Sunday, March 20, 2016

Palm Sunday, 2019

This one won't come around for three years, but I really wanted to get it out there. At best, I'm an Easter and Christmas Christian, so I went to church today. It was also a chance to catch up with a couple old friends.

Link to this week's text
Explanation of this series

Isaiah 50:4-9a, Luke 19:28-40
Palm Sunday, Last Sunday of Lent

The most important influence in my theological life has been Roger Lynn. I heard his Easter message in 1993 and it turned my head around on the meaning of the New Testament. In a way, that sermon was just doing what Paul did. He turned the cross, a symbol of torture and oppression, into a symbol of love and forgiveness and community. Roger also brought that message into the modern world and breathed new life into it. In 2016, I visited him in a small church where he is semi-retired and his message was just as powerful. He used the Luke passage from the liturgy of the Palms, and the Isaiah and Philipians passages from the liturgy of the passion.

He started by pointing out something that is easy to do, to see these stories as our memories of the stories handed down to us from Sunday School or TV specials. In those, Palm Sunday is a big parade and celebration and everyone is singing “Hosanna in the highest” as the King arrives. But we read the words in the Bible and it doesn't sound so ostentatious.

This story has palm fronds, and as far as I know, the history of why they were used is sketchy. It also has a donkey, not a great stallion. This symbolizes the opposite of self-aggrandizement. Instead of setting up shop and having others bring people to see his miracles, Jesus sends his disciples out to heal. He's saying we just need to open ourselves up to what we all already know. We don't need a big stick to prove we are powerful.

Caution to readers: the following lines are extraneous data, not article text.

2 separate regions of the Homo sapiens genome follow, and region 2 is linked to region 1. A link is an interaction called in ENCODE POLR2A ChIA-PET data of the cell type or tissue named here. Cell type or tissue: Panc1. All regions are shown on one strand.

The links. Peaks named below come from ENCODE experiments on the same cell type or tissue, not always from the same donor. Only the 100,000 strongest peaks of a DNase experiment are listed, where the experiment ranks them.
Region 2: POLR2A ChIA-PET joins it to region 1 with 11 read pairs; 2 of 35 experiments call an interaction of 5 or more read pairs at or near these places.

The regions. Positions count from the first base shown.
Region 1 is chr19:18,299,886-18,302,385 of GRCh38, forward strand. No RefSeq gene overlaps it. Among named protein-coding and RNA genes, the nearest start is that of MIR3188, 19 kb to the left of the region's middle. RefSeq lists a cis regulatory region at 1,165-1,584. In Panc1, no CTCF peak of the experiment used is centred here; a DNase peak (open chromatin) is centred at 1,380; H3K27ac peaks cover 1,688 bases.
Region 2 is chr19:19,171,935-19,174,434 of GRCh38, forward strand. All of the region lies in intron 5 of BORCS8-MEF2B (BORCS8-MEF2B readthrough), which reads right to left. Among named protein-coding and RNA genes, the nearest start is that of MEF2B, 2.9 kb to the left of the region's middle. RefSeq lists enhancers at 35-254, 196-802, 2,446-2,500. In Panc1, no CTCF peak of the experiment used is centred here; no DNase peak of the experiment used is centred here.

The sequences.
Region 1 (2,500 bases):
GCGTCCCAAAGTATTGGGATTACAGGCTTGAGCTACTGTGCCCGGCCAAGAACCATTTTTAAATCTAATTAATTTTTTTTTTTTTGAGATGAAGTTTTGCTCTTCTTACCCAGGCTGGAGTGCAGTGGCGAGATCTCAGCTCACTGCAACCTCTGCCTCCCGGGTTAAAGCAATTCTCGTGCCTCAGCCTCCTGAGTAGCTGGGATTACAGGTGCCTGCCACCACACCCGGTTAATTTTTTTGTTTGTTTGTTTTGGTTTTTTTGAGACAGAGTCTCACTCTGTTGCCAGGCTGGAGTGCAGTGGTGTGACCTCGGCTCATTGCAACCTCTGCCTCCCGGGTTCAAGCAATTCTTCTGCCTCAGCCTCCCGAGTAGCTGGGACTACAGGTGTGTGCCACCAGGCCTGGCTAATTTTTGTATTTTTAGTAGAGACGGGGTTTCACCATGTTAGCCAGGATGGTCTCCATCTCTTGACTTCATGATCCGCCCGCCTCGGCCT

If we look into the historical context, we know that the people who would have been part of the community that is depicted in this story would have been people with no opportunities, no security about where their next meal was coming from. The people who owned the vineyards were not providing jobs, they were using the banking systems to confiscate more land from those who could barely make it to selling the next bushel. The people in this story are not middle class folks going to an Easter parade, they are protesters, staging a demonstration.

The other thing the TV shows depict is a world where no one has thought of these ideas of working together to build a just and peaceful world. However, in the Isaiah passage for today, we hear about turning the other cheek. The message of the New Testament is not unique in history. This is why it says if people were silenced, the stones themselves would talk. The message is that this is the nature of things.

Roger and I parted company a bit at this point. He differentiated people from stones and eventually led to the conclusion that we “need more Jesus”. That may not mean anything to you, but remember we are looking in to what it means to have stones sing Hosanna. If that can have meaning, then “more Jesus” can too.

We came from minerals and we return to dust, but that is not an end. We are not just our component parts. We are born of love and survive because we are loved. We endure the pain of child birth and the risk of raising children because we don't see ourselves as simply existing. We know there were many who came before us who made this a better place and we want to build on that foundation.